[1] NMS Securities are defined in Regulation NMS, Rule 600(b)(46) as "any security or class of securities for which transaction reports are collected, processed, and made available pursuant to an effective transaction reporting plan, or an effective national market system plan for reporting transactions in listed options." This generally refers to most U.S. exchange-traded securities and certain U.S. securities traded on foreign exchanges, including equities and options (but do not generally include fixed income instruments or debt, unless they are exchange traded).

Jason E. Brown, Partner, jebrown@ropesgray.com

Mr. Brown has extensive experience representing investment advisers to mutual funds, private equity funds, hedge funds, separate accounts and commodity pools. He also focuses on the representation of other investment management clients, including open- and closed-end mutual funds and their directors.

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Alyssa Clough, Associate, alyssa.clough@ropesgray.com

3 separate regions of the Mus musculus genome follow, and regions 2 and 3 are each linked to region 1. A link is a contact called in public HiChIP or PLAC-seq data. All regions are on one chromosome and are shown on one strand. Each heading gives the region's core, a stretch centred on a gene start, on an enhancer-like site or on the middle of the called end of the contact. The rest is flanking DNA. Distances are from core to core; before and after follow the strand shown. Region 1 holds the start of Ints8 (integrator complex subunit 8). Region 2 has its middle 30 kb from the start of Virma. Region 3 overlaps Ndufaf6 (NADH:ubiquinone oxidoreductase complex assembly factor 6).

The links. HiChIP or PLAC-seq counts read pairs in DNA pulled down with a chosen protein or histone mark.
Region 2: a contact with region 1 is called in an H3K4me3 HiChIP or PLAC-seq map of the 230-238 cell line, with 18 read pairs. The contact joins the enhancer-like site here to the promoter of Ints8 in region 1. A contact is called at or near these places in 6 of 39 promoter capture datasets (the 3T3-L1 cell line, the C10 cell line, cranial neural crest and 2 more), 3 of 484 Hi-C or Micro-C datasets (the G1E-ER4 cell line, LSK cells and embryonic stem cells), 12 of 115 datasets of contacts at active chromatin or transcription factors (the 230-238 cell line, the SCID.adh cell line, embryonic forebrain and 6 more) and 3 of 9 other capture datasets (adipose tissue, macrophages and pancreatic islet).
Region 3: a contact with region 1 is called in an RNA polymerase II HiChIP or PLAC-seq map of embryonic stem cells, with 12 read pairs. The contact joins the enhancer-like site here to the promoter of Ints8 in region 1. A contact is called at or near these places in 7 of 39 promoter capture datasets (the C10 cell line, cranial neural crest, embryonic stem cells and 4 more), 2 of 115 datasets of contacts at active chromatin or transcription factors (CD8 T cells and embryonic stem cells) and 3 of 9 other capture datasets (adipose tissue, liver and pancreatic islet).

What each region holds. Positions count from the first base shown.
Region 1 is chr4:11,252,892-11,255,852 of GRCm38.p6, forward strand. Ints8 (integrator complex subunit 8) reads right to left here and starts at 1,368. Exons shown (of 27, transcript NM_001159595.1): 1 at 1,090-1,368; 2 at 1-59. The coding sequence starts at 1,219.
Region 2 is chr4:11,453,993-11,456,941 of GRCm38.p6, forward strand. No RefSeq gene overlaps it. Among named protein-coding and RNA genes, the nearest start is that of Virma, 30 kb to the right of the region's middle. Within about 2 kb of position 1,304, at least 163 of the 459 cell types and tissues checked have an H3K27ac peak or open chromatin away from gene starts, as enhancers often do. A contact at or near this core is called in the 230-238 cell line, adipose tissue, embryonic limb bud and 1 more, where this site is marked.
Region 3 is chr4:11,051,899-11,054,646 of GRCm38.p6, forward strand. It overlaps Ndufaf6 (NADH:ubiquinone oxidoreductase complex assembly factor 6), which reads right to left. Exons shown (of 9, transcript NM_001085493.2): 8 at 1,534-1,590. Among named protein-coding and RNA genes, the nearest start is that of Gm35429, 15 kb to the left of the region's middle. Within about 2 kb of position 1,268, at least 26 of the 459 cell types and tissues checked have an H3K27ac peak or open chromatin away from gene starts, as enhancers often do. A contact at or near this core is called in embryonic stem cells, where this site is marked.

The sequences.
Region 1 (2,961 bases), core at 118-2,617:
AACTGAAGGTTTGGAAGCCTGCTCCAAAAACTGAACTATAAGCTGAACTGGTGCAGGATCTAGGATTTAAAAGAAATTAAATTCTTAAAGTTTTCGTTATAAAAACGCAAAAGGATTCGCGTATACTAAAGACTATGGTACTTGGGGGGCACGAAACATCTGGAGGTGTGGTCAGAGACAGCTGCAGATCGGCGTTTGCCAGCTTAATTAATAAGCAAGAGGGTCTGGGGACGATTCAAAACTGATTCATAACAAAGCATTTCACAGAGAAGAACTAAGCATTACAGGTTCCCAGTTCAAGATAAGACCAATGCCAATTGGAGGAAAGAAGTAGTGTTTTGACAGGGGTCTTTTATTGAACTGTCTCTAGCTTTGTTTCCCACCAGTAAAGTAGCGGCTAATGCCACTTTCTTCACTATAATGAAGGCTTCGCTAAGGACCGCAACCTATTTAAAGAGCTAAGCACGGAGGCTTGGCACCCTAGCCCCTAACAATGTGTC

Ms. Clough advises private investment funds and fund investors on a broad range of operational, management, governance and regulatory issues, including filing requirements and obligations imposed by the U.S. Treasury, the U.S. Securities and Exchange Commission and the Bureau of Economic Analysis. In addition, she advises clients with transactional matters, including debt restructuring and asset acquisition transactions.

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Ropes & Gray

Ropes & Gray LLP is a leading global law firm with offices in Boston, Chicago, Hong Kong, London, New York, San Francisco, Shanghai, Silicon Valley, Tokyo, and Washington, DC.

Built on a foundation of over 140 years of dedication to forging strong client relationships, Ropes & Gray represents interests across a broad spectrum of industries in corporate law and litigation matters. In addition, it offers counsel on labor and employment issues, tax and benefits, creditors' rights, and private client services. Its clients range in size from large to small companies and include financial institutions, government agencies, hospitals and health care organizations, colleges and universities, and families and individuals.

Material in this work is for general educational purposes only, and should not be construed as legal advice or legal opinion on any specific facts or circumstances, and reflects personal views of the authors and not necessarily those of their firm or any of its clients. For legal advice, please consult your personal lawyer or other appropriate professional. Reproduced with permission from Ropes & Gray LLP. This work reflects the law at the time of writing.